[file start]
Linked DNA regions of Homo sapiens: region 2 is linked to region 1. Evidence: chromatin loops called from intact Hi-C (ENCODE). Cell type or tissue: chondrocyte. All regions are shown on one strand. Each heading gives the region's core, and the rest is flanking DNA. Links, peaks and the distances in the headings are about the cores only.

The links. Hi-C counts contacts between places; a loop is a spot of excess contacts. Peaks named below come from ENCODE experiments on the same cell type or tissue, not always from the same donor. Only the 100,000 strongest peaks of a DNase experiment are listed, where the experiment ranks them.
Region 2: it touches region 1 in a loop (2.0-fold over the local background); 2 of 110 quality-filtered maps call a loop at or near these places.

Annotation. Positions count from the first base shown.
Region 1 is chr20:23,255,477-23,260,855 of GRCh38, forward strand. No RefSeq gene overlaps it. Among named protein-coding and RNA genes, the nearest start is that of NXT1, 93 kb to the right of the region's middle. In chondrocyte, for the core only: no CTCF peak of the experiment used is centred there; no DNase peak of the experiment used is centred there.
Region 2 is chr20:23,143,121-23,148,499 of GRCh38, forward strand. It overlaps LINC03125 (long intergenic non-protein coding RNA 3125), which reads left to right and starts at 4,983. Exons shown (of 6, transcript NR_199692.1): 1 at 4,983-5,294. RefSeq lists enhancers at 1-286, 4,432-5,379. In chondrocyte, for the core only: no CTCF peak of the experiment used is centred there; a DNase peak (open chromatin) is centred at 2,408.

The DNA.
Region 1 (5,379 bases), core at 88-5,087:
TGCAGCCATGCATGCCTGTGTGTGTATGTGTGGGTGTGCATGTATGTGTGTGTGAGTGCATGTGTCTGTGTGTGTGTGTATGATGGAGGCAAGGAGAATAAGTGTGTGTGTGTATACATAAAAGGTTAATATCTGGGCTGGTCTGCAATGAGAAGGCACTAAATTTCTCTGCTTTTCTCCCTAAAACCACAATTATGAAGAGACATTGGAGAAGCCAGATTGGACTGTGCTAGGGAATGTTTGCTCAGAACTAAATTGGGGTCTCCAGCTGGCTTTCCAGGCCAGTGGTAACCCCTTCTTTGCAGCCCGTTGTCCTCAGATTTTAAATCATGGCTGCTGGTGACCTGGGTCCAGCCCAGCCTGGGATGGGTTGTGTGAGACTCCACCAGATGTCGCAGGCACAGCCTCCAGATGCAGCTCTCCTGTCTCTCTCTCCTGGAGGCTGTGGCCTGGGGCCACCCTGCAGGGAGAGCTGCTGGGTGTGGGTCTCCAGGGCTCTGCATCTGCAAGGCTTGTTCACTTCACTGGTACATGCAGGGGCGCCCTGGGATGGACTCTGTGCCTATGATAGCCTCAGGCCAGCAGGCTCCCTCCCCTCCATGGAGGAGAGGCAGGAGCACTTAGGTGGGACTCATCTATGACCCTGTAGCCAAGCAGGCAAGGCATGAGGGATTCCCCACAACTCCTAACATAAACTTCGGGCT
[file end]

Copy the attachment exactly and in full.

Linked DNA regions of Homo sapiens: region 2 is linked to region 1. Evidence: chromatin loops called from intact Hi-C (ENCODE). Cell type or tissue: chondrocyte. All regions are shown on one strand. Each heading gives the region's core, and the rest is flanking DNA. Links, peaks and the distances in the headings are about the cores only.

The links. Hi-C counts contacts between places; a loop is a spot of excess contacts. Peaks named below come from ENCODE experiments on the same cell type or tissue, not always from the same donor. Only the 100,000 strongest peaks of a DNase experiment are listed, where the experiment ranks them.
Region 2: it touches region 1 in a loop (2.0-fold over the local background); 2 of 110 quality-filtered maps call a loop at or near these places.

Annotation. Positions count from the first base shown.
Region 1 is chr20:23,255,477-23,260,855 of GRCh38, forward strand. No RefSeq gene overlaps it. Among named protein-coding and RNA genes, the nearest start is that of NXT1, 93 kb to the right of the region's middle. In chondrocyte, for the core only: no CTCF peak of the experiment used is centred there; no DNase peak of the experiment used is centred there.
Region 2 is chr20:23,143,121-23,148,499 of GRCh38, forward strand. It overlaps LINC03125 (long intergenic non-protein coding RNA 3125), which reads left to right and starts at 4,983. Exons shown (of 6, transcript NR_199692.1): 1 at 4,983-5,294. RefSeq lists enhancers at 1-286, 4,432-5,379. In chondrocyte, for the core only: no CTCF peak of the experiment used is centred there; a DNase peak (open chromatin) is centred at 2,408.

The DNA.
Region 1 (5,379 bases), core at 88-5,087:
TGCAGCCATGCATGCCTGTGTGTGTATGTGTGGGTGTGCATGTATGTGTGTGTGAGTGCATGTGTCTGTGTGTGTGTGTATGATGGAGGCAAGGAGAATAAGTGTGTGTGTGTATACATAAAAGGTTAATATCTGGGCTGGTCTGCAATGAGAAGGCACTAAATTTCTCTGCTTTTCTCCCTAAAACCACAATTATGAAGAGACATTGGAGAAGCCAGATTGGACTGTGCTAGGGAATGTTTGCTCAGAACTAAATTGGGGTCTCCAGCTGGCTTTCCAGGCCAGTGGTAACCCCTTCTTTGCAGCCCGTTGTCCTCAGATTTTAAATCATGGCTGCTGGTGACCTGGGTCCAGCCCAGCCTGGGATGGGTTGTGTGAGACTCCACCAGATGTCGCAGGCACAGCCTCCAGATGCAGCTCTCCTGTCTCTCTCTCCTGGAGGCTGTGGCCTGGGGCCACCCTGCAGGGAGAGCTGCTGGGTGTGGGTCTCCAGGGCTCTGCATCTGCAAGGCTTGTTCACTTCACTGGTACATGCAGGGGCGCCCTGGGATGGACTCTGTGCCTATGATAGCCTCAGGCCAGCAGGCTCCCTCCCCTCCATGGAGGAGAGGCAGGAGCACTTAGGTGGGACTCATCTATGACCCTGTAGCCAAGCAGGCAAGGCATGAGGGATTCCCCACAACTCCTAACATAAACTTCGGGCT